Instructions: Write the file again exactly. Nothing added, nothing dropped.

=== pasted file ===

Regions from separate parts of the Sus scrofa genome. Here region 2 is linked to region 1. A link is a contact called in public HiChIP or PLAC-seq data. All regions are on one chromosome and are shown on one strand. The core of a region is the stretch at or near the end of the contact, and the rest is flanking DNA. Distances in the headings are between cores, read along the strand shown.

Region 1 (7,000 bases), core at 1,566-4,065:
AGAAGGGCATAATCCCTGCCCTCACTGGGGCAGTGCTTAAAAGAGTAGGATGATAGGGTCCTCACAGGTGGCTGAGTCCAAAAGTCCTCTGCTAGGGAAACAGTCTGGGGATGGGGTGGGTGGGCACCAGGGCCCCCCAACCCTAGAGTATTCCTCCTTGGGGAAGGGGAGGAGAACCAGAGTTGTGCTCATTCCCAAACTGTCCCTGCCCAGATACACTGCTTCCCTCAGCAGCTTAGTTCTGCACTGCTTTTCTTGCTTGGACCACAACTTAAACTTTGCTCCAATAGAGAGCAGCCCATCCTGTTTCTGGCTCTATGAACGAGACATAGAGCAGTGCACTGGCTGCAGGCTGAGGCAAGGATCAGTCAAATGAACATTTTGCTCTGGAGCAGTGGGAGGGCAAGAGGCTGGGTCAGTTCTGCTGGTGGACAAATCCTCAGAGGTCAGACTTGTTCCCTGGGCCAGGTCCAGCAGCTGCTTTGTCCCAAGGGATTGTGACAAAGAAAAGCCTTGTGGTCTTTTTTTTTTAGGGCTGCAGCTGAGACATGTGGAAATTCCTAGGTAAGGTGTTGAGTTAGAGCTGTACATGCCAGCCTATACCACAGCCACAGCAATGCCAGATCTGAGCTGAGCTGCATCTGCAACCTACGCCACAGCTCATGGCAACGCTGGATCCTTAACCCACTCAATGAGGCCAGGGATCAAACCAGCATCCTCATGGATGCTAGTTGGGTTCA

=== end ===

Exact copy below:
Regions from separate parts of the Sus scrofa genome. Here region 2 is linked to region 1. A link is a contact called in public HiChIP or PLAC-seq data. All regions are on one chromosome and are shown on one strand. The core of a region is the stretch at or near the end of the contact, and the rest is flanking DNA. Distances in the headings are between cores, read along the strand shown.

Region 1 (7,000 bases), core at 1,566-4,065:
AGAAGGGCATAATCCCTGCCCTCACTGGGGCAGTGCTTAAAAGAGTAGGATGATAGGGTCCTCACAGGTGGCTGAGTCCAAAAGTCCTCTGCTAGGGAAACAGTCTGGGGATGGGGTGGGTGGGCACCAGGGCCCCCCAACCCTAGAGTATTCCTCCTTGGGGAAGGGGAGGAGAACCAGAGTTGTGCTCATTCCCAAACTGTCCCTGCCCAGATACACTGCTTCCCTCAGCAGCTTAGTTCTGCACTGCTTTTCTTGCTTGGACCACAACTTAAACTTTGCTCCAATAGAGAGCAGCCCATCCTGTTTCTGGCTCTATGAACGAGACATAGAGCAGTGCACTGGCTGCAGGCTGAGGCAAGGATCAGTCAAATGAACATTTTGCTCTGGAGCAGTGGGAGGGCAAGAGGCTGGGTCAGTTCTGCTGGTGGACAAATCCTCAGAGGTCAGACTTGTTCCCTGGGCCAGGTCCAGCAGCTGCTTTGTCCCAAGGGATTGTGACAAAGAAAAGCCTTGTGGTCTTTTTTTTTTAGGGCTGCAGCTGAGACATGTGGAAATTCCTAGGTAAGGTGTTGAGTTAGAGCTGTACATGCCAGCCTATACCACAGCCACAGCAATGCCAGATCTGAGCTGAGCTGCATCTGCAACCTACGCCACAGCTCATGGCAACGCTGGATCCTTAACCCACTCAATGAGGCCAGGGATCAAACCAGCATCCTCATGGATGCTAGTTGGGTTCA